Journalists under fire

April 06, 2003

MICHAEL KELLY had gained quite a bit of fame as a journalist, but even as a noted Washington commentator, his work reflected the fundamental reporter's credo that there's no substitute for being there. He reported deeply from the first Persian Gulf conflict, and it was characteristic that he chose to be in Iraq now.

It was a choice that cost him his life. Mr. Kelly, The Atlantic Monthly's editor at large and a Washington Post columnist, became the first American journalist to die in this war Thursday when a Humvee in which he was riding near Baghdad fell into a canal. Mr. Kelly, who earlier in his career worked for The Sun, will be remembered as a dedicated reporter, gifted writer and courageous man.

His death is a reminder of the profound changes that hundreds of journalists who crossed the Kuwait-Iraq border with U.S. and British troops are bringing to the ways in which war can be witnessed all over the world. In the past, correspondents sent frontline dispatches, but not in such numbers or with technologies enabling virtually real-time reporting. By and large, they have been performing to high professional standards while often in harm's way.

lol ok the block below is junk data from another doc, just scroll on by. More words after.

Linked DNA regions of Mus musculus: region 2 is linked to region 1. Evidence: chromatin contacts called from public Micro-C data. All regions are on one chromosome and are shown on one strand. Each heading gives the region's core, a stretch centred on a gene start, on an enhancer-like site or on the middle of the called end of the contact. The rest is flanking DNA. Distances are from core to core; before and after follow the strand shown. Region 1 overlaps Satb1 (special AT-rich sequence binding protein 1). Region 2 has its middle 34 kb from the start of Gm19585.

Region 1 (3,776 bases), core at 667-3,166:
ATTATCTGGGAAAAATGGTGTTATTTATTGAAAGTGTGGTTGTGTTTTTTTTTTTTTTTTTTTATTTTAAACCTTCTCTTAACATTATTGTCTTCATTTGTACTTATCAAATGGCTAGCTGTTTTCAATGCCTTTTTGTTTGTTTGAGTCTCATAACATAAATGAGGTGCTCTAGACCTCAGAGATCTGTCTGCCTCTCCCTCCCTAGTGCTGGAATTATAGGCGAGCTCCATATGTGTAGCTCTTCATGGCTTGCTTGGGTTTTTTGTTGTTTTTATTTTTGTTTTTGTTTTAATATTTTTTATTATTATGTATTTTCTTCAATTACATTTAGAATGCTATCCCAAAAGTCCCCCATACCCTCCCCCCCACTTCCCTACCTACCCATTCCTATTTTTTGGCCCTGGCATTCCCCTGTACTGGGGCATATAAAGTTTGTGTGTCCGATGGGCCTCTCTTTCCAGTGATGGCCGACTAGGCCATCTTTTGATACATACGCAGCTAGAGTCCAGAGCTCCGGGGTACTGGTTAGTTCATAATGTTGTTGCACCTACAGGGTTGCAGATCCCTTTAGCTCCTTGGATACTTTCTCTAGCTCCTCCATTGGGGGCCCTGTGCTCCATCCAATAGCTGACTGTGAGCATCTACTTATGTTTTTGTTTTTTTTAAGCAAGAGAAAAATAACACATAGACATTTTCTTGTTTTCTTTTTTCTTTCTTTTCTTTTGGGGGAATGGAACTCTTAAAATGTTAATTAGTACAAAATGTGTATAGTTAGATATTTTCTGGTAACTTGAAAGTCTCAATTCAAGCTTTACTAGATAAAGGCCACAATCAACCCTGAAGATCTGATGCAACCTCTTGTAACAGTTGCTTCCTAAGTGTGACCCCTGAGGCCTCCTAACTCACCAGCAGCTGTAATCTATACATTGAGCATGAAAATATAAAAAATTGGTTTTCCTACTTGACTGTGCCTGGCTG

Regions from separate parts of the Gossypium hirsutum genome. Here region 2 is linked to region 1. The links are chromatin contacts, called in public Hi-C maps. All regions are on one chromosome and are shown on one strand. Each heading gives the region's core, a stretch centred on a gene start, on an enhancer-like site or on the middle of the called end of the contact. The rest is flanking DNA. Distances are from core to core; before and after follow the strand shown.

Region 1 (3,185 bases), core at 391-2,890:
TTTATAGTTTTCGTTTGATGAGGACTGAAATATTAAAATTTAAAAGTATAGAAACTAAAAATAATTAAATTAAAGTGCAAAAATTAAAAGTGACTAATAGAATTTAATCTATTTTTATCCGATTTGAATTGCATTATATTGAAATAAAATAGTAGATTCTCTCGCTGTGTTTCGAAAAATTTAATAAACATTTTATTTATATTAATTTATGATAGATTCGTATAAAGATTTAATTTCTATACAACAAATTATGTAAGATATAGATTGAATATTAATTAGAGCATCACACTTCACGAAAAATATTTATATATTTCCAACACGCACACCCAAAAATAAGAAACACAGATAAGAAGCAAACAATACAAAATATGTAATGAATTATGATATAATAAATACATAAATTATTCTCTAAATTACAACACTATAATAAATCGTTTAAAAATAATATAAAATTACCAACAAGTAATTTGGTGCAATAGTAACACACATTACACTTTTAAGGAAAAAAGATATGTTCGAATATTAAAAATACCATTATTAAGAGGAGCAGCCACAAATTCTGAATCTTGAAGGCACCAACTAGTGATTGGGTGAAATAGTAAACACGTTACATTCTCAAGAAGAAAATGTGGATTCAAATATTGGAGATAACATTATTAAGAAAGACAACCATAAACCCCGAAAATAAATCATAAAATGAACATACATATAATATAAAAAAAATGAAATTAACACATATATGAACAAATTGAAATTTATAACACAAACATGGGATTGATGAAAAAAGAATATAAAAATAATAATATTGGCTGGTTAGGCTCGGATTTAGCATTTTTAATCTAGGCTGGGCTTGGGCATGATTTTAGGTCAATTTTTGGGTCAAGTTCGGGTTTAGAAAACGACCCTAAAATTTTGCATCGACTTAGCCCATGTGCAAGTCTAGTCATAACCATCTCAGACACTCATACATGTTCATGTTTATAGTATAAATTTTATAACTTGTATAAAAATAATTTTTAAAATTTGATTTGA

The Pentagon's decision to "embed" them among coalition troops, with restrictions, has yielded at times some gung-ho reports. But as the drive to Baghdad became more difficult, reports from the field sometimes challenged the Pentagon's version of the war. And concerns that reporters would be compromised by their closeness to troops haven't materialized.

What's more, the speed with which their dispatches appear on cable channels or the Internet sometimes enables the news to reach the public before military reports reach the Pentagon. In a democracy reliant on a free press and an informed electorate, the importance of providing that raw reality cannot be diminished.

As such, journalists in the Iraqi theater are part of a grand tradition. World War II reporter Ernie Pyle, for example, was widely known for his compelling portraits of front-line soldiers before he was killed on a Pacific island beach. Earlier, he had questioned U.S. policy toward enemy sympathizers in North Africa - because he saw with his own eyes how that policy was being carried out.

These are still the early days of this war. The longer it persists, the more important it is to independently monitor its course and the more dangerous it may get for reporters, as Mr. Kelly's death sadly demonstrates. He died engaged in work essential to this democracy, highly hazardous work being carried on by hundreds of others.

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